FCC Commissioner Robert McDowell Thursday called for "widespread, unlicensed use" of the so-called white spaces between vacant TV channels, but he said broadcasters must be protected from interference.
Momentum is growing for opening up spectrum between TV channels--called white spaces-- for next-generation wireless devices.
On March 14, FCC Chairman Kevin Martin told lawmakers at a House Telecommunications & Internet Subcommittee oversight hearing that he thought the FCC should not wait until after the DTV transition to open up the TV band for wireless devices.
The FCC is testing such devices for possible interference to TV stations, and Martin said the first one is currently being tested at the FCC labs.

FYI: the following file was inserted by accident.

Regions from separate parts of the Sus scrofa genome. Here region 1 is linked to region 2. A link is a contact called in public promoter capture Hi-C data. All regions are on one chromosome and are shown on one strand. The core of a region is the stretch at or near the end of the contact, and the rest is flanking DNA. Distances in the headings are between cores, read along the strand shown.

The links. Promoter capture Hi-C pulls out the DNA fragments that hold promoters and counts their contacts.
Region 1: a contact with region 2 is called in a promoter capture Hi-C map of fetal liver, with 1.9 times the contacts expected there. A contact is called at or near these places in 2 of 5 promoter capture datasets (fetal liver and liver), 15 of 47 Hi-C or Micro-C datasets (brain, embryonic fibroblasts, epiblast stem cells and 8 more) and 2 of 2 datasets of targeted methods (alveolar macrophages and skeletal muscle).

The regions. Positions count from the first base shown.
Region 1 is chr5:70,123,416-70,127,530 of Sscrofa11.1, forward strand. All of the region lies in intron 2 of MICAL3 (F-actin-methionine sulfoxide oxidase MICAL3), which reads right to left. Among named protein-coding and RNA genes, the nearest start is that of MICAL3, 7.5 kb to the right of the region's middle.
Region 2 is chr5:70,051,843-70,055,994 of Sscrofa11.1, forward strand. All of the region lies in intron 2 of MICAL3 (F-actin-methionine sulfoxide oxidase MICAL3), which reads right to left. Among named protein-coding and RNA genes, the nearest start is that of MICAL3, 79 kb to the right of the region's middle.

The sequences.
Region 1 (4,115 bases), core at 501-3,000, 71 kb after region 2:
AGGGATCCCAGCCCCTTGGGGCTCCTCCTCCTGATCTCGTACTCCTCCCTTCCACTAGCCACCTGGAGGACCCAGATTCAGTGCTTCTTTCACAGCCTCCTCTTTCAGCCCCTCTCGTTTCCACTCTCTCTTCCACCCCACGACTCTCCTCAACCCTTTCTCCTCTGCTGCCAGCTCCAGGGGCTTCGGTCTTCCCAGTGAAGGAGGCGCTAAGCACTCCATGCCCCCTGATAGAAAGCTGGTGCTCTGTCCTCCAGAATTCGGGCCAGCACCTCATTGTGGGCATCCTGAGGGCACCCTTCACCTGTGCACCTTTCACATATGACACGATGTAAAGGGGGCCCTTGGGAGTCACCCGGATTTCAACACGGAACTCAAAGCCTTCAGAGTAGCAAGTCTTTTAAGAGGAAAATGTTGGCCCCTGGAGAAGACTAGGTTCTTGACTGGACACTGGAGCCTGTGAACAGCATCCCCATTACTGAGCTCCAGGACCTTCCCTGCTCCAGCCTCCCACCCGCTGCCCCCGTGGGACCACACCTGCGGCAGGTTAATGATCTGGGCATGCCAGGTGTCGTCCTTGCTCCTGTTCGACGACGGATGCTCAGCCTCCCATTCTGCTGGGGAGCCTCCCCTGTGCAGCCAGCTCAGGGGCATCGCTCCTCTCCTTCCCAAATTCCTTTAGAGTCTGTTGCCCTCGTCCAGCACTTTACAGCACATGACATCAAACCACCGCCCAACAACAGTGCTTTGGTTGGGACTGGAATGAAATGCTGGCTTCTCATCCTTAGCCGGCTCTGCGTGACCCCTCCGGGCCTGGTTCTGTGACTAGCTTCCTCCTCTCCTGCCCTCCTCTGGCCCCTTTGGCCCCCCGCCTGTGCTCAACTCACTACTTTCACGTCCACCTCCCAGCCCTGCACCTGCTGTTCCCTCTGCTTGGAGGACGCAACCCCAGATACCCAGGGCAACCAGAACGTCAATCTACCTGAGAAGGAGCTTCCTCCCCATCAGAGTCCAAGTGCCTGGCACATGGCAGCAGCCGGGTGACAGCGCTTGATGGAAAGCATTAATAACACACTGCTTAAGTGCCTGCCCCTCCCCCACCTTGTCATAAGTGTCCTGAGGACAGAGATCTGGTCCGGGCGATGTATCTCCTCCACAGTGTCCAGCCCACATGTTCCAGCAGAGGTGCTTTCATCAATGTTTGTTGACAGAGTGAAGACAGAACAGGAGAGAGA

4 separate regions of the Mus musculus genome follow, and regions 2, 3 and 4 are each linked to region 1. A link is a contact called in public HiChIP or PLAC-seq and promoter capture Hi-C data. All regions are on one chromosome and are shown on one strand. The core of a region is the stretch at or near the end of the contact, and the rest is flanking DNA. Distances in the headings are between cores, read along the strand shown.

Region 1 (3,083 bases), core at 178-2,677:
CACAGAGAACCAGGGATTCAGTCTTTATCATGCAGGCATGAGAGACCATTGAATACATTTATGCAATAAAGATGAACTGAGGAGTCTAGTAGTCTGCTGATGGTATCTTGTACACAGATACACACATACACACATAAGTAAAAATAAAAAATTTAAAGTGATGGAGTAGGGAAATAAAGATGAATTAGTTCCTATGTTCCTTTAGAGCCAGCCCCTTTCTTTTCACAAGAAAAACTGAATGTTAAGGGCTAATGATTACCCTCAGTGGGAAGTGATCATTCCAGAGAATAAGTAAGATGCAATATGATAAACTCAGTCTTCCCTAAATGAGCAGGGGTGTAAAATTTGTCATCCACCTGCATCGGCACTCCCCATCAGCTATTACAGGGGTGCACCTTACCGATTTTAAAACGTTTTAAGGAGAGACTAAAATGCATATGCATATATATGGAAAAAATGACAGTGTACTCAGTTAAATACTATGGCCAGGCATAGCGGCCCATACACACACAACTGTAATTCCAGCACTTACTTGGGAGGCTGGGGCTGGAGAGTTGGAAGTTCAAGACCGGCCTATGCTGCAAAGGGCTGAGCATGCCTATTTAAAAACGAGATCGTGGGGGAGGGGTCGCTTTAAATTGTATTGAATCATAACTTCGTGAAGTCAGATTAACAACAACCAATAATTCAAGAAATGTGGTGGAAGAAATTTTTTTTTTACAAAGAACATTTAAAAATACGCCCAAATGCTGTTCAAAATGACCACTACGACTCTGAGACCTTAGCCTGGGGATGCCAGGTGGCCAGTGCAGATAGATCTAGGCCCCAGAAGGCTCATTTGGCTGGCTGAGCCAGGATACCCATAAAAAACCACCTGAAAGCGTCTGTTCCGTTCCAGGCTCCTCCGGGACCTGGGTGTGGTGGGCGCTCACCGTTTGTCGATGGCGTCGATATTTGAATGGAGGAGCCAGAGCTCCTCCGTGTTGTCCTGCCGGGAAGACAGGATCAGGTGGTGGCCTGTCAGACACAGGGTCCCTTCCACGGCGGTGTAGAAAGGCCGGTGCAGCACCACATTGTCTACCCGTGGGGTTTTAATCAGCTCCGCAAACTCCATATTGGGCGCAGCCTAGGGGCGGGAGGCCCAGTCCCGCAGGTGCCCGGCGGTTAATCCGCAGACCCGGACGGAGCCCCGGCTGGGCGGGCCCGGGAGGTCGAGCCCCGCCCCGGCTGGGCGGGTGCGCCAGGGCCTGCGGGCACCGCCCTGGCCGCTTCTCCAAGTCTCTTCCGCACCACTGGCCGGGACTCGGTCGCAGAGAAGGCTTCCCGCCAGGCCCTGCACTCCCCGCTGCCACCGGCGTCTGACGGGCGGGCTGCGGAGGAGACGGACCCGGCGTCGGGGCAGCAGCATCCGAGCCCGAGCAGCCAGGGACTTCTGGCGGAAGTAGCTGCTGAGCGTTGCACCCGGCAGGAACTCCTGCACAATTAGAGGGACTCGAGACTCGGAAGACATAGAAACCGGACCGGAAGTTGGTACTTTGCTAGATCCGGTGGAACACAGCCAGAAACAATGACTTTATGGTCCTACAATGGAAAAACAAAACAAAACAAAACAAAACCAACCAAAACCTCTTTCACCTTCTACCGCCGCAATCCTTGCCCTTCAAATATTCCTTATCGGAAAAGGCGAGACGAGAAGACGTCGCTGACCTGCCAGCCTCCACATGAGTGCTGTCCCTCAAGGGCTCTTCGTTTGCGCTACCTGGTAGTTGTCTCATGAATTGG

The FCC has already said it would open the TV band to to so-called smart devices that seek out available bandwidth. It has not said whether those devices would be licensed or unlicensed, but has expressed
Broadcasters are concerned about the possible threat to the DTV transition a flood of unlicensed devices might cause and remains unconvinced the FCC can control them. ().
McDowell, who was speaking at a Catholic University School of Law Symposium in Washington, did say that it was important for the FCC to ensure that the new equipment "does not cause harmful interference to the current operators in the white spaces," and even gave broadcasters a new term they could use. Suggesting the issue was not black and white, McDowell said: "[M]aybe we should start calling them 'gray spaces.' "
McDowell made some cable executives day during the speech by arguing that some criticisms of the pace of the U.S.broadband rollout are off the mark, a point National Cable & Telecommunicatoins Association President Kyle McSlarrow made at least twice this past week. McDowell also put in a plug for extending the FCC's December video franchise relief order to incumbents, something McSlarrow has also been pushing for.